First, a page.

|INTRODUCTION TO LABOUR STATISTICS TRAINING|
Introduction to Labour Statistics is a one-day training course that is designed for anyone who uses or needs to understand ABS Labour Statistics. The course provides an overview of the range of concepts and issues associated with ABS labour statistics. It explores the data produced by both household and employer based collections, and highlights the range of data available.
Courses are scheduled for delivery in 2014 for most state/territory capital cities. For more details about the training course, or to register attendance, please refer to the ABS Training page or contact Pourus Bharucha on (02) 6252 6218 or email <firstname.lastname@example.org>.
|NEW RETIREMENT AND LABOUR FORCE PARTICIPATION DATA AVAILABLE|
The ABS's Labour Statistics Program recently released two articles analysing retirement and labour force participation.
'Incentives to join or increase labour force participation' was included in the 28 November release of Barriers and Incentives to Labour Force Participation, Australia, July 2012–13 (cat. no. 6239.0). It examines some of the incentives people reported to be 'very important' to encourage them to participate (or increase participation) in the labour force. Both persons not in the labour force and those employed part-time place importance on being able to work part-time hours and being able to work set hours on set days. This highlights the preference for many in these groups to engage in, or maintain, part-time employment to enable them to balance their work with other commitments. The unemployed placed importance on utilising their existing skills/experience and improving their skills through training/study. This demonstrates the importance of skills, experience and job fit in assisting them transition into employment. For females with children aged under 13 years, child care incentives were particularly important.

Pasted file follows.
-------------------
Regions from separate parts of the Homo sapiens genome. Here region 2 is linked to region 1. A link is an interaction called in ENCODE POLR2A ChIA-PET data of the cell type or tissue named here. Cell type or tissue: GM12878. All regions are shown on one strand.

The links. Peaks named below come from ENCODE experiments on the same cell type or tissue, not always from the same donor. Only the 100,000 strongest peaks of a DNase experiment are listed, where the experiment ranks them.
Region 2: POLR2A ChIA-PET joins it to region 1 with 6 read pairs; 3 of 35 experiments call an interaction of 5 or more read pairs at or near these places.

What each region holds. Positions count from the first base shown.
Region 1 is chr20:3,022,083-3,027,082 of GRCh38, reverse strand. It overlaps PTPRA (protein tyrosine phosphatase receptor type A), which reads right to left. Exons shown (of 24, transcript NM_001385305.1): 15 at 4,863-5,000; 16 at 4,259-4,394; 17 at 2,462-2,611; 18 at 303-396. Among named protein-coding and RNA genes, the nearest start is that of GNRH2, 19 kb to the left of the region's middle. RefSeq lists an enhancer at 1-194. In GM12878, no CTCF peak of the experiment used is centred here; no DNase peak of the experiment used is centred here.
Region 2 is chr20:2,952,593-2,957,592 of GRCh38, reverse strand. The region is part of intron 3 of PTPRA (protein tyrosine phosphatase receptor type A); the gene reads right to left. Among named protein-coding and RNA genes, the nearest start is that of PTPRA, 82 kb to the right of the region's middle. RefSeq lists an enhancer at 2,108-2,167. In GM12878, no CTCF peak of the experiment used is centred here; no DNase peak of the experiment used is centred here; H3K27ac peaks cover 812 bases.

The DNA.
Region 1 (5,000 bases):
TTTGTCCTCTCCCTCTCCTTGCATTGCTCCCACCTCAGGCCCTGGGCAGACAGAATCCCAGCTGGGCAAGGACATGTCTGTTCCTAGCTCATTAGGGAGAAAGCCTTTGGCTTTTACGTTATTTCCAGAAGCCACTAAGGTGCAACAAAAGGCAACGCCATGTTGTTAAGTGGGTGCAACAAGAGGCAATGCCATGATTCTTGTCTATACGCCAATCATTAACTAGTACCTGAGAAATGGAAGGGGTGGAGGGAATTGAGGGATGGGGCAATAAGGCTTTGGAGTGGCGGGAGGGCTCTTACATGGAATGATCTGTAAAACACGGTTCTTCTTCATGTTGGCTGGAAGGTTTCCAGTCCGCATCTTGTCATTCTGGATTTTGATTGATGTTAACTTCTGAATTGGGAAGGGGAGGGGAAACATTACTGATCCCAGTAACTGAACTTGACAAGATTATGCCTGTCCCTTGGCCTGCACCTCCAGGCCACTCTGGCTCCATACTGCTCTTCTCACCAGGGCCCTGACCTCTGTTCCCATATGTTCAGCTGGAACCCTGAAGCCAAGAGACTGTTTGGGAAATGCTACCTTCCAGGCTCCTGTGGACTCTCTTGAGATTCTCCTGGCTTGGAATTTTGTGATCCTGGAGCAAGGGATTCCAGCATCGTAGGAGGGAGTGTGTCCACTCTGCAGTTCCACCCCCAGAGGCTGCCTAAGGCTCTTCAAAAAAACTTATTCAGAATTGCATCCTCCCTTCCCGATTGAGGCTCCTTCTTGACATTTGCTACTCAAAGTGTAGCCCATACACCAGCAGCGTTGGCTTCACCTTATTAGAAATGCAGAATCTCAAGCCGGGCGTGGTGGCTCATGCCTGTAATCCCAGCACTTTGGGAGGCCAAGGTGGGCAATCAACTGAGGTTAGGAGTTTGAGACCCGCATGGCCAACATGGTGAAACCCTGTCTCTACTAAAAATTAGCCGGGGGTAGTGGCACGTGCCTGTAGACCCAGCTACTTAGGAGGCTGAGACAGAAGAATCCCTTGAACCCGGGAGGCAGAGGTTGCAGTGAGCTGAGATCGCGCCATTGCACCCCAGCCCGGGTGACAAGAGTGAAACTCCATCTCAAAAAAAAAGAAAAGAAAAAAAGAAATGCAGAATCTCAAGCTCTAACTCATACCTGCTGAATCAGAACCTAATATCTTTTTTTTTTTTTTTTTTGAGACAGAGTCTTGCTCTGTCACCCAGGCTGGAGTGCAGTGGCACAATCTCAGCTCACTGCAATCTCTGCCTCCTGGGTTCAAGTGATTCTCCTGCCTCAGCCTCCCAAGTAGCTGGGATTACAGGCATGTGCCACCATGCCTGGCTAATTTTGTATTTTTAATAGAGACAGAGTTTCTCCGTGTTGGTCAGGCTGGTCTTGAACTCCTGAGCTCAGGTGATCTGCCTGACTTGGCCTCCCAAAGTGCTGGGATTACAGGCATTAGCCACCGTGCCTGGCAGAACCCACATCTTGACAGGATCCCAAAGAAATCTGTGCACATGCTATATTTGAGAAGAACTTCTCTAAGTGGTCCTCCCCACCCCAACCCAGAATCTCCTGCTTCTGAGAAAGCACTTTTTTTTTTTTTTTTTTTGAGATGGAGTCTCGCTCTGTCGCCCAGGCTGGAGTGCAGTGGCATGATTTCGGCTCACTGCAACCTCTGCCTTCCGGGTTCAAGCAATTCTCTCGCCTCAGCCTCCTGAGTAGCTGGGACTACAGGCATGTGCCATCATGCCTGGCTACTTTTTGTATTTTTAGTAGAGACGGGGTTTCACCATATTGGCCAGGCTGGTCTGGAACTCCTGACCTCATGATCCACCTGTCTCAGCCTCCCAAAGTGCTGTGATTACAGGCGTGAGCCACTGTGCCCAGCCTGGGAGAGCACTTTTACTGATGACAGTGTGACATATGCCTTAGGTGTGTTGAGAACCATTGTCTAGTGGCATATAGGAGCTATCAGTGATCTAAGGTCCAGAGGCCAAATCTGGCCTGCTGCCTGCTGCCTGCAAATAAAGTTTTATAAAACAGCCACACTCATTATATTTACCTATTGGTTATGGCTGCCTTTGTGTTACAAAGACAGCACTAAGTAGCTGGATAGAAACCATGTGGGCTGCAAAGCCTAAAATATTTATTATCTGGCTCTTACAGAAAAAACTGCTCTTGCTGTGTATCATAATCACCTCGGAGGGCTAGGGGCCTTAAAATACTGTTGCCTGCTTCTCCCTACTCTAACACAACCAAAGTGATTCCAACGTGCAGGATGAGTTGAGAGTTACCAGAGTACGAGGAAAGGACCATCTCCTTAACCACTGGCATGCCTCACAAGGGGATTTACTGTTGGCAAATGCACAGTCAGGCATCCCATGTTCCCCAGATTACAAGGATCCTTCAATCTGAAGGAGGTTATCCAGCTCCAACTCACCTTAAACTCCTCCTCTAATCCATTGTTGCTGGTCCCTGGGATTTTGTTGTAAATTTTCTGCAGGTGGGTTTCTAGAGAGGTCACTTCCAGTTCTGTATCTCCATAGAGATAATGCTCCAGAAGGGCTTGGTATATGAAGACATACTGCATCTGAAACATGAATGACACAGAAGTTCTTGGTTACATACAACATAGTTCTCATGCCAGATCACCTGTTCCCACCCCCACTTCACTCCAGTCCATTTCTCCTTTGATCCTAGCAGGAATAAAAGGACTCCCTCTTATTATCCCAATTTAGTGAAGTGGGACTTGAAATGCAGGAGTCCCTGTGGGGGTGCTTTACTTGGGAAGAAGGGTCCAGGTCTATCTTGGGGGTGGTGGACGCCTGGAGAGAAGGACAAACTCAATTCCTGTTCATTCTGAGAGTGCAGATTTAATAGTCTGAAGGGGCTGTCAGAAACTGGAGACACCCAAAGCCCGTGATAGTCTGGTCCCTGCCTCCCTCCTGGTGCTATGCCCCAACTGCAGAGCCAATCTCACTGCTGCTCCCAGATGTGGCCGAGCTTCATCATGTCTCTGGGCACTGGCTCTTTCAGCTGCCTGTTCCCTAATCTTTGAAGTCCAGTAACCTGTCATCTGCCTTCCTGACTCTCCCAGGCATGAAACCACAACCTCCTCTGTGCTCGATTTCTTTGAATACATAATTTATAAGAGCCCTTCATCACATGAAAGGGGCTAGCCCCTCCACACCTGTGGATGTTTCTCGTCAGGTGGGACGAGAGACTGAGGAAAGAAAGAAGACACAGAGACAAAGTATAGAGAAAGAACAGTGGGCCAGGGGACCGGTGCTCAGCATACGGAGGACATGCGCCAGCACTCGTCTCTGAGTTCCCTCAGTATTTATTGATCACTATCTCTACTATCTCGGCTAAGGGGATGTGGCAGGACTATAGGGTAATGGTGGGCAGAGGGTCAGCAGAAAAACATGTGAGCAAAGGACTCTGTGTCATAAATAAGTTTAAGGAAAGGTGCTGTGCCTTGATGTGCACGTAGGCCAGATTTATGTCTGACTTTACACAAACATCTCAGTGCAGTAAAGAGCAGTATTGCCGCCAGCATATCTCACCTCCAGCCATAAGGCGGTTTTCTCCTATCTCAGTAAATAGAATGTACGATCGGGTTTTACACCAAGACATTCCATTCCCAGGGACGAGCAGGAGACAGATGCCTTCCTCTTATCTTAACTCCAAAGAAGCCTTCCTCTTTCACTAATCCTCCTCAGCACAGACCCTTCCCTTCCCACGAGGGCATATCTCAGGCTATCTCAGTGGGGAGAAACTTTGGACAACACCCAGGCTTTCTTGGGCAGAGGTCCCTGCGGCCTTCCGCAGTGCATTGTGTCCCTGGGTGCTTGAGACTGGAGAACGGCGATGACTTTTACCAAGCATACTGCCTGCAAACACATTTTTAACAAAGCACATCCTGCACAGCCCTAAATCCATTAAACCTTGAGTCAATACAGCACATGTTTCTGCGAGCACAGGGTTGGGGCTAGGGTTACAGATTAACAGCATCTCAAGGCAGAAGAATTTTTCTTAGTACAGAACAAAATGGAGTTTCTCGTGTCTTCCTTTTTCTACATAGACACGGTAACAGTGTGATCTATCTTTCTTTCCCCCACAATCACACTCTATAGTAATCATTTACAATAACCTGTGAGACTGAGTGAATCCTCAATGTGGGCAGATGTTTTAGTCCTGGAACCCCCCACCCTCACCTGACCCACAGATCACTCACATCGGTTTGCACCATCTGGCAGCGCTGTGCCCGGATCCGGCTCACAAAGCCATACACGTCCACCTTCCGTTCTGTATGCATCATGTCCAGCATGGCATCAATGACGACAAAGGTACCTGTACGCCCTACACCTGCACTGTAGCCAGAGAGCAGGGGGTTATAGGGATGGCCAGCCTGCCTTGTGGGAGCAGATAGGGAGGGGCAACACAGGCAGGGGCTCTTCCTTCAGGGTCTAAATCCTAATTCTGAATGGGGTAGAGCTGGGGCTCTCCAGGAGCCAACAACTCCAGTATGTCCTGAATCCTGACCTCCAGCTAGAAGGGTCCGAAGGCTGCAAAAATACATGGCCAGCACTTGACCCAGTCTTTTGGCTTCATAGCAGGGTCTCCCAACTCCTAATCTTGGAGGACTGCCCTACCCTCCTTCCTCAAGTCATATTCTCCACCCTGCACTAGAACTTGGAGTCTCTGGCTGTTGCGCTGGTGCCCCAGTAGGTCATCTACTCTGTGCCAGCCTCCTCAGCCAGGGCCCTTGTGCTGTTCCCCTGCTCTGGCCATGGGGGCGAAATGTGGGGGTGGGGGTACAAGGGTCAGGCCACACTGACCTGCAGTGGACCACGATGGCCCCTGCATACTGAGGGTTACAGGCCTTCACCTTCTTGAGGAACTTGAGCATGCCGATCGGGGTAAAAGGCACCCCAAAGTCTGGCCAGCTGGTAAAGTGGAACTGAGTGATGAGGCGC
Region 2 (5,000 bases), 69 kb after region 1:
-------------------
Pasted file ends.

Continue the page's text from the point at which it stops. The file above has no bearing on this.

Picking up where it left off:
'Changing retirement intentions and behaviours - an age cohort analysis' was included in the 9 December release of Retirement and Retirement Intentions, Australia, 2012–13 (cat. no. 6238.0). It compares the retirement intentions and behaviours of four age cohorts in 2012-13 against the expectations of each of the same cohorts in earlier years. The article found that in general, less people were retired in 2012-13 than expected to be when asked in 2004-05, which indicates that people are retiring later than previously intended. While people are remaining in the labour force longer than expected, the proportion of people working part-time before retirement had increased, and there was a decrease in the proportion of people working part-time hours but preferring more hours. Together these findings point to a voluntary transition to retirement through working part-time. It was also found that people were most likely to have government pension as their main source of income at retirement in 2012-13 despite most of the same cohort expecting to retire mainly on superannuation.
|UPCOMING CHANGE TO GEOGRAPHY STANDARD USED IN THE LABOUR FORCE SURVEY|